After getting input from Alex, she and I worked with him to brainstorm ways to make the next session better for him. Since the heat seemed to bother him, I told him that he would wear a short-sleeved shirt instead of a long-sleeved shirt for the next session. In addition, since he didn’t like having to wait, we would plan to get there right before the scheduled time instead of a few minutes early. Finally, his therapist, who is familiar with the music therapy office from having meetings there, suggested asking his music therapist to bring a chair from the conference room. She remembered that those chairs were sturdier than the folding chair in the session room and less likely to tip. After talking with her, both Alex and I felt more confident about going to the next music therapy session.
Because Alex’s music therapist has also worked with him for more than five years, I knew that he would be flexible about making changes to help Alex. After sending him an email explaining Alex’s concerns and the potential solutions we had brainstormed, he immediately called me on the phone and enthusiastically agreed with our ideas. Moreover, he had a better suggestion: instead of moving a chair from the conference room, he would move Alex’s sessions to the conference room. Since that room is larger and has a table for Alex to set his drink, as well as sturdier chairs, he thought the conference room would be a good change. If the new setting did not seem to help, he kindly offered to resume providing Alex’s therapy sessions in our home.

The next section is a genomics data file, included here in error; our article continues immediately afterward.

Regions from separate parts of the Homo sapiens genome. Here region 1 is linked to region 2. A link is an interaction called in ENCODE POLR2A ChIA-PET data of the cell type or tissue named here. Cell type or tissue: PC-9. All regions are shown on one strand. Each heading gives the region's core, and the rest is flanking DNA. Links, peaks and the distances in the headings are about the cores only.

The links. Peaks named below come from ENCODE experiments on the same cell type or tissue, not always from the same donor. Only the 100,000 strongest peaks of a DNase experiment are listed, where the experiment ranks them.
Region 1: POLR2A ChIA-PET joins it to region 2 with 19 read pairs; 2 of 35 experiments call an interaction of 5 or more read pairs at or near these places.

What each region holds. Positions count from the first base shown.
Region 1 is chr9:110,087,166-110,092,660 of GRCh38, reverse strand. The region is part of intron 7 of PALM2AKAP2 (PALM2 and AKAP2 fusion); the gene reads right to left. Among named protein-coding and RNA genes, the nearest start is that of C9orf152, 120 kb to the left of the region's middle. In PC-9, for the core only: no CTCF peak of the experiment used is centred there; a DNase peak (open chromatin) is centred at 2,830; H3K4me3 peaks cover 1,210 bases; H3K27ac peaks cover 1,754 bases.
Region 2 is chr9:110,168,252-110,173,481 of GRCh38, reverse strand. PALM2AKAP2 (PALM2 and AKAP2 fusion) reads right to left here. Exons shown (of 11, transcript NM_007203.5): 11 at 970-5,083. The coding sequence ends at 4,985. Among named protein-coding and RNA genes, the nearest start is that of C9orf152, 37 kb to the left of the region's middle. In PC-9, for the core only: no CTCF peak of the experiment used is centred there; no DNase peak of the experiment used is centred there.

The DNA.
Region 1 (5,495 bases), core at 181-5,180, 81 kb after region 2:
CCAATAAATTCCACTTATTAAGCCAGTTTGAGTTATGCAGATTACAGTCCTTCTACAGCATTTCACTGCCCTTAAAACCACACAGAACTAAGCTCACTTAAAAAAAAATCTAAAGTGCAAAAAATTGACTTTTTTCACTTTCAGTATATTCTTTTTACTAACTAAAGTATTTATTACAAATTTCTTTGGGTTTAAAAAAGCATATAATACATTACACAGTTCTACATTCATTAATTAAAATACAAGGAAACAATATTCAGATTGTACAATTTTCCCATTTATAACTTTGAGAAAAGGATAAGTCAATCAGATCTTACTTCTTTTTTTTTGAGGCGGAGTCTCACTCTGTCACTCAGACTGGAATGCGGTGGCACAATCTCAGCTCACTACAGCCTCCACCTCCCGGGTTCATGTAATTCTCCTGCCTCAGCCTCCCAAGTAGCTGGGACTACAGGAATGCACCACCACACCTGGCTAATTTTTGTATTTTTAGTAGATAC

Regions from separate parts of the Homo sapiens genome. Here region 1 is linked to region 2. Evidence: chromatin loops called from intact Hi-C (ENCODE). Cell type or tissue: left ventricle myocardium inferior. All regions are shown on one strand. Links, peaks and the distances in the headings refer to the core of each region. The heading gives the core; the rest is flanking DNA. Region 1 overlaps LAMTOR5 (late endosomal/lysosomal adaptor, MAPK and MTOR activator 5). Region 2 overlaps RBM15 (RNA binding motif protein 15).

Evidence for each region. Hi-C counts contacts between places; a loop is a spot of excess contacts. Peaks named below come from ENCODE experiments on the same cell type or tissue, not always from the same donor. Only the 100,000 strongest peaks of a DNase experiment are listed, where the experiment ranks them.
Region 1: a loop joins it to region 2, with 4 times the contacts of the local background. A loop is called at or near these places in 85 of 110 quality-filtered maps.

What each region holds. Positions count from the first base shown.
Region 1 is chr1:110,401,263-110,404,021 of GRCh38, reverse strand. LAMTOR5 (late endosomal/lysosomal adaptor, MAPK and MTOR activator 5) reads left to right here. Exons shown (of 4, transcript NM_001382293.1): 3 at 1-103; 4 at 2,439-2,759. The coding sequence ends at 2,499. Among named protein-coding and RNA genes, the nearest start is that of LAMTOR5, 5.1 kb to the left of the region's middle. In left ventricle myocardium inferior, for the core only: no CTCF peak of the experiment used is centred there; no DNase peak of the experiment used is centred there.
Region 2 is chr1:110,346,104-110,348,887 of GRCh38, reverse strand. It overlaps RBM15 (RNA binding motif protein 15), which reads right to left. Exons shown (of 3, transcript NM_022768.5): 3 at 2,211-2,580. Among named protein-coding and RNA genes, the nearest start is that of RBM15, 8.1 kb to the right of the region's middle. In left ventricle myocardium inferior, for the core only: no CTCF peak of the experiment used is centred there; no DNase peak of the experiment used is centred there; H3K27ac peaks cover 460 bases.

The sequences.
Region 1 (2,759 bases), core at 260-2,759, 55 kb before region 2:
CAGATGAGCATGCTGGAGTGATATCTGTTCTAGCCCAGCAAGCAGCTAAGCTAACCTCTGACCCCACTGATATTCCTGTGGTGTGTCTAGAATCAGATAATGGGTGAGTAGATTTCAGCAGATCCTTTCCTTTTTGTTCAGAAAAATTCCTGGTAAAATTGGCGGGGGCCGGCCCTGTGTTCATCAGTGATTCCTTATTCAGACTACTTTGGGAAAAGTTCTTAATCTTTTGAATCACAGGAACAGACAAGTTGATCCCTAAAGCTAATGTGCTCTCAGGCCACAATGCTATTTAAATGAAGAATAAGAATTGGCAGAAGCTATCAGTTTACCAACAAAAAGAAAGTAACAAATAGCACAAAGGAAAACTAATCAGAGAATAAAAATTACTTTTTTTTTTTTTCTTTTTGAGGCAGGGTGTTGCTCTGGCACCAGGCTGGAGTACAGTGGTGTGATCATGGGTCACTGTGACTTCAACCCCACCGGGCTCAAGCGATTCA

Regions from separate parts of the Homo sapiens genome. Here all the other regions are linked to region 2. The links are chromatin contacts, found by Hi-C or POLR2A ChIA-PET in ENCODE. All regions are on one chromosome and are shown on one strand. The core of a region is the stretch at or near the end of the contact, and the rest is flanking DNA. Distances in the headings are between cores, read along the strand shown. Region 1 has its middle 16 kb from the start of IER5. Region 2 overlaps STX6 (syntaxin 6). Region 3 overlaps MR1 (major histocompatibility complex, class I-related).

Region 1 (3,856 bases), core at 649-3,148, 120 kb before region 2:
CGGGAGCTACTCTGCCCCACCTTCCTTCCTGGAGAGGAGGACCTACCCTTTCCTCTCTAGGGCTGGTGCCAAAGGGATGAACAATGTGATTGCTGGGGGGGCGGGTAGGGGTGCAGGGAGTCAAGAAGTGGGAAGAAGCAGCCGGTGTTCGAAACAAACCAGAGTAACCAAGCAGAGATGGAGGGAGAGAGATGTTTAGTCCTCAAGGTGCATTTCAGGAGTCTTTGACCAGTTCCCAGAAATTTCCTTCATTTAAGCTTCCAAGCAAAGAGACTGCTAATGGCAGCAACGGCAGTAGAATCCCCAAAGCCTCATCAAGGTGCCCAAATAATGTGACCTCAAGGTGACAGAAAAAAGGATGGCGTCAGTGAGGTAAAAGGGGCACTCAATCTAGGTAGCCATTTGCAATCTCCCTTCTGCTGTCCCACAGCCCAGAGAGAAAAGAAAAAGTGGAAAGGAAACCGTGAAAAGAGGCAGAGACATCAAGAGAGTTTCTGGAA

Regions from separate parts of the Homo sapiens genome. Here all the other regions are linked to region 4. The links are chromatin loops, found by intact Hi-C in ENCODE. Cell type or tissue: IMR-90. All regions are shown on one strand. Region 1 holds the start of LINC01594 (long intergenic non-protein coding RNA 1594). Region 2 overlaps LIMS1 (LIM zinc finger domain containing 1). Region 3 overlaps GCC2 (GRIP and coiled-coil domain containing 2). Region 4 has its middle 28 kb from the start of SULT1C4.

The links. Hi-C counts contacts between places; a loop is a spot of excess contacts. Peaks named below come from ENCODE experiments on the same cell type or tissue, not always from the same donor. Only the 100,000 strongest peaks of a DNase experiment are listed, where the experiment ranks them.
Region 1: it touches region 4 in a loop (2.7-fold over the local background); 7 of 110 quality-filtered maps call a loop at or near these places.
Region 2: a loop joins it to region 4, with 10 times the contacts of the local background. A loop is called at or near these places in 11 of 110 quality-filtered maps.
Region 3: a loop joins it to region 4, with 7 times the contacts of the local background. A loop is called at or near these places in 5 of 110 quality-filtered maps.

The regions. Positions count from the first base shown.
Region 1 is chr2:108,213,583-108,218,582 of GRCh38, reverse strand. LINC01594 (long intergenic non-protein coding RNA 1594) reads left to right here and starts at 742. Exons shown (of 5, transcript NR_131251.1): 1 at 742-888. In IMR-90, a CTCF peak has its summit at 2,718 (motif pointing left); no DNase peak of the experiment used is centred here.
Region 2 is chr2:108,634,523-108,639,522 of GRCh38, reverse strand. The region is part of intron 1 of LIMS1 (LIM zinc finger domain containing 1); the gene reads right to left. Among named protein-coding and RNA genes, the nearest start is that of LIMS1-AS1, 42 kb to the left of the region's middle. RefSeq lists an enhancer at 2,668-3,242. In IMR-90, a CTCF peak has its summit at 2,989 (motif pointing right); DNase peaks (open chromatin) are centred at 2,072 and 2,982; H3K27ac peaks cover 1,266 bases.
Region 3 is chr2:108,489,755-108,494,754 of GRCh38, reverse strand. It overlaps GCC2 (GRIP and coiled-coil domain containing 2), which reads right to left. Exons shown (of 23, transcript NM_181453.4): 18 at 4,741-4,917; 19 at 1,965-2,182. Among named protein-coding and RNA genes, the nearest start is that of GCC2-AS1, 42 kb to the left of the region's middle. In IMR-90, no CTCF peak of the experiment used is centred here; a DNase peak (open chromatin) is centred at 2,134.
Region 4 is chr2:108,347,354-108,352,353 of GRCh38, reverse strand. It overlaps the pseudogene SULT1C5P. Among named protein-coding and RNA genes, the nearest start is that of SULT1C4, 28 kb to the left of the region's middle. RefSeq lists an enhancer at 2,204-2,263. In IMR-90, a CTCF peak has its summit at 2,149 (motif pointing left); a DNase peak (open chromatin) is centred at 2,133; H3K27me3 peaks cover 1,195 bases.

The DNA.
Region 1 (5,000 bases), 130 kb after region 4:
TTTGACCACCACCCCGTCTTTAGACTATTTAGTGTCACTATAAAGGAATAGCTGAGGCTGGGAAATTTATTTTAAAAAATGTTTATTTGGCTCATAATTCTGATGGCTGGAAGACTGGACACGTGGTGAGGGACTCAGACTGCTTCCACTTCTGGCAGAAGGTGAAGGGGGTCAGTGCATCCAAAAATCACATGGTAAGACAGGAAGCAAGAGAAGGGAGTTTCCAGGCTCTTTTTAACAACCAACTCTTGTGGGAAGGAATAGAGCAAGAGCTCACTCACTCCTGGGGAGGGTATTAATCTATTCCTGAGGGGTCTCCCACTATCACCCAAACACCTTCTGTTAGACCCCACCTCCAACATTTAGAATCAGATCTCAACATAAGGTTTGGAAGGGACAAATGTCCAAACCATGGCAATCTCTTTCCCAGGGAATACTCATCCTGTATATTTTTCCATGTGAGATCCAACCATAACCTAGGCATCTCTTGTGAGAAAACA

After telling Alex about the new venue for music therapy, he seemed a bit nervous about the change. However, I explained the advantages of the conference room, and he was willing to try. Just to make sure we were aware he wasn’t thrilled about this detour, he waved “the claw,” a gesture he uses to let us know he’s not happy by lifting his arm, bending his wrist at a 90 degree angle, and shaking his hand in the air in a way reminiscent of the 80’s “Walk Like an Egyptian” dance. After waving “the claw” once at me and once at his music therapist, he was cooperative, and his therapist described the session as “fantastic” with no other negative behaviors. Alex had detoured into the conference room and decided the new route was more scenic than the old one. By being understanding and willing to accommodate Alex’s sensory issues, his therapist was rewarded with a cooperative client.
Since autism and anxiety make navigating life more difficult for Alex, he relies upon the adults he trusts to help him cope with circumstances that make him nervous. We are certainly blessed to have a wonderful support team of professionals who not only sympathize with our concerns but who also actively seek ways to make Alex’s life easier and to teach him how to deal with the unexpected situations that make him uneasy. Sometimes, something as simple as changing setting can make a difference, assuring Alex that, indeed, everything will be all right.